22.05.2000 | Raymond Anderson

Andrey Sakharov died 10 years ago


In July 1968 I was in Moscow as a correspondent of ‘The New York Times’.

I was quite alone. The political situation was strenuous: the invasion to Czechoslovakia was being prepared, there were other crises, the Vietnamese war.

There was another very important phenomenon — the Soviet democratic movement. I had various contacts, I received various materials, and among them there were fakes prepared in Lubianka, when I got a manuscript, an open letter and something of the kind. All of it had to be checked.

I received Sakharov’s article from Karel van het Reve. We agreed to print it on the same day. It had to be translated, and it had to be checked — it could be another fake. I read it and, risking my career, I decided that it was genuine.

What had I to do with the manuscript? I could not transmit it by telephone, since it was too long, 12 thousand words. I could not take it on me — I could not risk with the only copy. I found a way at last and sent the manuscript.

It was printed, and it became dangerous for me to stay in Moscow, but this was not essential. Editors in New York could not believe that academician Sakharov could write such an article. More than once they also had been deceived by various articles, letters, etc. That is why they were rather skeptical. They had to be convinced. All the same they abbreviated the first article and put it on the front page, but at the bottom of it. So they protected themselves from the probability that it was a fake. They published the first article on the 1 July. This was an important day: Naser completed his negotiations with the Soviet leaders and decided to prepare the campaign in Sinai. The frightening term ‘counter revolution’ applied to Czechoslovakia appeared on this day in ‘Literaturnaya gazeta’. My opinion was that it meant the invasion, and I informed my newspaper about this, but the editors did not believe me and put on the front page the materials concerning Naser and Sakharov.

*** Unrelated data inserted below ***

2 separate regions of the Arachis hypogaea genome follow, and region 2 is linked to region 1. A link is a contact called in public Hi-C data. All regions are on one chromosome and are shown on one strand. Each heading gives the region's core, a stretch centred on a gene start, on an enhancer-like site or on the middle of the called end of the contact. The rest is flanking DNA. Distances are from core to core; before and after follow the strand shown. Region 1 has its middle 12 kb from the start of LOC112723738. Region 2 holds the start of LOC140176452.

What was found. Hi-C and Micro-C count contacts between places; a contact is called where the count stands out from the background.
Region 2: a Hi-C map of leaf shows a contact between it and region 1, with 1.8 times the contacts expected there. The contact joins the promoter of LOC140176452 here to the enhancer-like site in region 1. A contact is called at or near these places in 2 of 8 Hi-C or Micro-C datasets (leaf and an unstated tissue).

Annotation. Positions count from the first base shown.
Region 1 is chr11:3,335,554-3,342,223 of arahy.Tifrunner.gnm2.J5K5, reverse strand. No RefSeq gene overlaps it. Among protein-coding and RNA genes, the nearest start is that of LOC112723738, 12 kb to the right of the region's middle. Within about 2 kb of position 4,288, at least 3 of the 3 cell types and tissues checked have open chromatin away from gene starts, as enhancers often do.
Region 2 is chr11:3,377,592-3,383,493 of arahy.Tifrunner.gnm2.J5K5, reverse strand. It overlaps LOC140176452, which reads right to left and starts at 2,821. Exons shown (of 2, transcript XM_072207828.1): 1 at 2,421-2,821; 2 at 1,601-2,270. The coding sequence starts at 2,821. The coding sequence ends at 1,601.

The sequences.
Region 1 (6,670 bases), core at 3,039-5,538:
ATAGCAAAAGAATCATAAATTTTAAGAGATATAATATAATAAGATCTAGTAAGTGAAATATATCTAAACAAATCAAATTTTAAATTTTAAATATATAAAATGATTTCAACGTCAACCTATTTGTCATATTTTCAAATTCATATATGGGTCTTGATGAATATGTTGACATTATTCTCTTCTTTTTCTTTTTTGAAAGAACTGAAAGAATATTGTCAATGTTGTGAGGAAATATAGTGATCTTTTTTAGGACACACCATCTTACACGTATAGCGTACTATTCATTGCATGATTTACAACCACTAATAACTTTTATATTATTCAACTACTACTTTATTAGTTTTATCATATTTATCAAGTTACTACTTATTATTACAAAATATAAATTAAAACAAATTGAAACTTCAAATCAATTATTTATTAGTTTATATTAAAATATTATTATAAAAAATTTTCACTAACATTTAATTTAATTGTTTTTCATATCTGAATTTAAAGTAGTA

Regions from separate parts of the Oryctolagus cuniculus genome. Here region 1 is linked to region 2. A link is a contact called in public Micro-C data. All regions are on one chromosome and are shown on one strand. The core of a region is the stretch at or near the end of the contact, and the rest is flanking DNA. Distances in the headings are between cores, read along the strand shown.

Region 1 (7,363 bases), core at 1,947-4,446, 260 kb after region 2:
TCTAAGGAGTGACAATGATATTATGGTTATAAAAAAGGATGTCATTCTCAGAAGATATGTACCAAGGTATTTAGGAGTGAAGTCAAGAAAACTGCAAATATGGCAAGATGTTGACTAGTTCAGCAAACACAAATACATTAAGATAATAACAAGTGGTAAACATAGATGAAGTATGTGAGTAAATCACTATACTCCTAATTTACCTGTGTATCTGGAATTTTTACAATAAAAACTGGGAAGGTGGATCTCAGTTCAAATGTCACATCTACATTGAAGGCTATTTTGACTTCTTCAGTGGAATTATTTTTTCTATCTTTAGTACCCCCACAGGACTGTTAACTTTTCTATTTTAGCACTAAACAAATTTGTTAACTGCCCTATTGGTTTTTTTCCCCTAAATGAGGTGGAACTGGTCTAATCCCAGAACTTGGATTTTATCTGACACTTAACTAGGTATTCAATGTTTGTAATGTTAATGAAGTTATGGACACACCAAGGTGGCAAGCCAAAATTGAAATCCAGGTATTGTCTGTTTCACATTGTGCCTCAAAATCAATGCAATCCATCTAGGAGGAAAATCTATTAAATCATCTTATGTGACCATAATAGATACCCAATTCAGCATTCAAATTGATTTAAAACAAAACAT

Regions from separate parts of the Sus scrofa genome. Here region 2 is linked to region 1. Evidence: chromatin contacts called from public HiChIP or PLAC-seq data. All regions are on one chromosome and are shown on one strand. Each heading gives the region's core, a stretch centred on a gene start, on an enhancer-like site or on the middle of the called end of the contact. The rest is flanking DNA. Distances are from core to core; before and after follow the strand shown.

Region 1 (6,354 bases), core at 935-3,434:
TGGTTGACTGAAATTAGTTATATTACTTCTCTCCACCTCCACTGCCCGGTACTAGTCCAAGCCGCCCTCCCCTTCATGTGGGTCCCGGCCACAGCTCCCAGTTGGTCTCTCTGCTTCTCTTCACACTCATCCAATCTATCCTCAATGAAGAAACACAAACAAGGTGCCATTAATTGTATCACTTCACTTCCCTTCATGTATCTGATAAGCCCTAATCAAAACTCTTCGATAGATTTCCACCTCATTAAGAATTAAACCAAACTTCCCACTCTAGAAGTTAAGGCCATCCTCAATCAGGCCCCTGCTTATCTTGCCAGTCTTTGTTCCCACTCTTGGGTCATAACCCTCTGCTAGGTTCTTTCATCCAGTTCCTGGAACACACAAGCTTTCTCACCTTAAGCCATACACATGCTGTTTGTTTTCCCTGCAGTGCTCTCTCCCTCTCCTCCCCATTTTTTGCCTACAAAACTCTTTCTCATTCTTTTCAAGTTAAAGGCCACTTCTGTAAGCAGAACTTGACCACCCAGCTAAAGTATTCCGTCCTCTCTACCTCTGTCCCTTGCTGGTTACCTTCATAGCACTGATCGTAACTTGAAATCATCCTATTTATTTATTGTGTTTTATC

American professors also doubted that it was a genuine article.

I had already translated the first half of this article and it was printed in New York without abbreviations on 22 July.

This time President Johnson’s administration expected the Soviet aid in getting rid of the Vietnamese war. That is why everybody was nervous, and Kosygin delivered a very important speech where he said that the Soviet Union suggested the nuclear disarmament. These were very important words approved by Brezhnev. It was a very strenuous month, and the invasion to Czechoslovakia was prepared too.

I got convinced that Sakharov’s article was a very important and genuine document. I checked who Sakharov was, I learned that he signed the protest against the plans to rehabilitate Stalin. He also criticized Khrushchev’s plan of making pupils, who finish school, work one year, thus intercepting the education. I understood that such a person as Sakharov actually could right this article. I also learned that this article was the open letter to the Party Central Committee, but it made no difference.

(A question from the audience: Who gave you this article?)

In 1975 Andrey Amalrik said to me in New York that it was he who gave the command to give me the article. Pavel Litvinov also gave this command. There was some third person, Aleksandr (I forgot his surname) who also gave such a command.

Later I learned that somebody in Washington also had the text, but they did not intend to make it public. As to ‘The New York Times’, they published it next morning, having decided that it could be a genuine document.

Elena Bonner made a small comment to this text:

I know this history from Andrey Amalrik, who more than once helped me in passing Sakharov’s materials to the West.

Sakharov himself never dealt with distributing his writings. The only exception was his speeches later, when he had press conferences in his house. Here correspondents heard Sakharov’s ideas from Sakharov himself.

Andrey Amalrik told me that he passed this article to you through van het Reve. Then Sakharov heard, I do not know from whom, the rumors that the editorial board of ‘The New York Times’ doubted that it was a genuine document.

Once it had happened with Anna Frank’s diary. Her father brought the diary to the USA, offered it to publishers and to newspapers in the abbreviated version, but everybody decided that it was a fake. And then the newspaper ‘Het Parool’ started to print the diary by portions. There is no need to tell what Anna Frank’s diary has become.

The same ‘Het Parool’ published this Sakharov’s article on 6 July.

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